The only coffee provider beside the London Eye wields plenty of scarcity power over the customer. It’s not innate, but is reflected glory from the amazing setting. As we know, because customers will pay high prices for coffee in attractive locations, the coffee bar’s rent will be high. Their landlords have rented out some of this scarcity value to a coffee bar, just like the owners of Manhattan’s skyscrapers, or railway stations from Waterloo to Shinjuku. Scarcity is for rent - at the right price.
But how should the bar’s managers exploit the scarcity they are renting from the London Eye? They could simply raise the price of a cappuccino from £1.75 to £3. Some people would pay it, but many would not. Alternatively, they could cut prices and sell much more coffee. They could cover wages and ingredients by charging as little as 60p a cup. But unless they were able to increase their sales dozens of times over, they’d not make enough to cover their rent. That’s the dilemma: higher margins per cup, but fewer cups; or lower margins on more cups.
It would be nice to side-step that dilemma, by charging 60p to people who are not willing to pay more and £3 to people who are willing to pay a lot to enjoy the coffee and the view. That way they would have the high margins whenever they could get them, and still sell coffee at a small profit to the skinflints. How to do it, though? Have a price list saying, “Cappuccino, £3, unless you’re only willing to pay 60p”?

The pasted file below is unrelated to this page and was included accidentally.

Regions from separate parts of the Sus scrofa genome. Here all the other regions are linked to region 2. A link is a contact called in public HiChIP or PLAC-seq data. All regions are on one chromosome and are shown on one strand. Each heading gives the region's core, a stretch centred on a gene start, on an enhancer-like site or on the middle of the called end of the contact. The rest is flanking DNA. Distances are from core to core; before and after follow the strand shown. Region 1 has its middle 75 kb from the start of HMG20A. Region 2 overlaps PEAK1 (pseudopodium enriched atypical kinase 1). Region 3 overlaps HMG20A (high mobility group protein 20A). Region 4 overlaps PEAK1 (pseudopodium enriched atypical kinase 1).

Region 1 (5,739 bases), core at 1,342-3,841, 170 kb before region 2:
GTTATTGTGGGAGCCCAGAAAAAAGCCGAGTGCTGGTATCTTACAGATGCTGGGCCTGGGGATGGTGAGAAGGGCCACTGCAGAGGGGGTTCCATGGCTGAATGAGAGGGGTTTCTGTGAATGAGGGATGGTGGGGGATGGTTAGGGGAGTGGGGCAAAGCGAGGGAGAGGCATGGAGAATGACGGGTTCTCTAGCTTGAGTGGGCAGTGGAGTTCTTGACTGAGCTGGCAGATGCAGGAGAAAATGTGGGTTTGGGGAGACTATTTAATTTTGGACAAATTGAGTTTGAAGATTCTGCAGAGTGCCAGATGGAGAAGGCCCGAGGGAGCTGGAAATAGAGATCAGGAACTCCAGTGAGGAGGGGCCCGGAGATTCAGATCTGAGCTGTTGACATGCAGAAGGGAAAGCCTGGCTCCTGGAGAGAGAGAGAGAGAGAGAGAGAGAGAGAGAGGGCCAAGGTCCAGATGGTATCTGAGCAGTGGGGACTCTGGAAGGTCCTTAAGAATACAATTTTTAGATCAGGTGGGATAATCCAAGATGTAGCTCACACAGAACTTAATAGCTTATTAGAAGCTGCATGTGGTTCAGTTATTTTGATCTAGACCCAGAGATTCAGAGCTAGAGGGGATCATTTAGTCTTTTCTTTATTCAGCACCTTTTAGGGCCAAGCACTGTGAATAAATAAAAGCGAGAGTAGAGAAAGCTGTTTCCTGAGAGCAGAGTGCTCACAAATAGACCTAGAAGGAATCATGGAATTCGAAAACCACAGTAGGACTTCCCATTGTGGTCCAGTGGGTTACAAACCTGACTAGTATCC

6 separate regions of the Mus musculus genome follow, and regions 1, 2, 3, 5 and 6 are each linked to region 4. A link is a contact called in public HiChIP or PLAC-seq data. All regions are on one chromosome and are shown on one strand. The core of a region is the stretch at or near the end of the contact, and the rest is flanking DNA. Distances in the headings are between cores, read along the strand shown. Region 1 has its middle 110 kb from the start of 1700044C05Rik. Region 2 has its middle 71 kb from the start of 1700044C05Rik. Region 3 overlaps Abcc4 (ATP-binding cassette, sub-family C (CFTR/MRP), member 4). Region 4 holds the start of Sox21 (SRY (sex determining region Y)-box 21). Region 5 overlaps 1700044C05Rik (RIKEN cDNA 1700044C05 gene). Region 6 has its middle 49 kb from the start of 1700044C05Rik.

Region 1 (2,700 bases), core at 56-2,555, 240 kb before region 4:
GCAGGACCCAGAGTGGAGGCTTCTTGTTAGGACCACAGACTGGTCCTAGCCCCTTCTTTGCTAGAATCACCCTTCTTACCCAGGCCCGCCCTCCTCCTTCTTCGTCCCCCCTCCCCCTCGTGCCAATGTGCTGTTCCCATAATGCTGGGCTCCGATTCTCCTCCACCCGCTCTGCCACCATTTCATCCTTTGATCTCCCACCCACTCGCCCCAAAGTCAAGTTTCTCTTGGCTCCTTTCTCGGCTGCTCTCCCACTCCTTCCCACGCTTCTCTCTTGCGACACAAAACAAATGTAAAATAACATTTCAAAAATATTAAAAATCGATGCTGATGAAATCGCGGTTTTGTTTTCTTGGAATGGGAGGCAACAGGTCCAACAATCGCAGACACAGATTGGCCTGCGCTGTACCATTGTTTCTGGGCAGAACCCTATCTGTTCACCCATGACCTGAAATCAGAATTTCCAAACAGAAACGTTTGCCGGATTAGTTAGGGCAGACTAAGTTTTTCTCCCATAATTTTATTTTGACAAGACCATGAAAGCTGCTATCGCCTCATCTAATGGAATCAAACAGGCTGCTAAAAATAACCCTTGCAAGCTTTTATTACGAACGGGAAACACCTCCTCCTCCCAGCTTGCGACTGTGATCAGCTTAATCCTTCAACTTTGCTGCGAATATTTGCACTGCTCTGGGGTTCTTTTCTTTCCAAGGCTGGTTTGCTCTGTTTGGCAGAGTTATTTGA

It does have a certain something, but I doubt it would catch on with the coffee-buying public of London’s South Bank. However, for years, the previous incumbent coffee bar, Costa Coffee, appeared to have achieved this. Costa, like most other coffee bars these days, offers “Fair Trade” coffee - theirs comes from a leading fair trade brand called Cafedirect. Cafedirect promises to offer good prices to coffee farmers in poor countries. Fair trade coffee associations make a promise to the producer, not the consumer. If you buy fair trade coffee, you are guaranteed that the producer will receive a good price. But there is no guarantee that you will receive a good price. For several years, customers who wished to support third-world farmers - and such customers are apparently not uncommon in London - were charged an extra 10p. They may have believed that the 10p went to the struggling coffee farmer. Almost none of it did.
Cafedirect paid farmers a premium of between 40p and 55p per pound of coffee, and that premium was reflected in the price they charged to Costa. That relatively small premium can nearly double the income of a farmer in Guatemala, where the average income is less that $2,000 a year. But since the typical cappuccino is made with just a quarter-ounce of coffee beans, the premium paid to the farmer should translate into a cost increase of less than a penny a cup.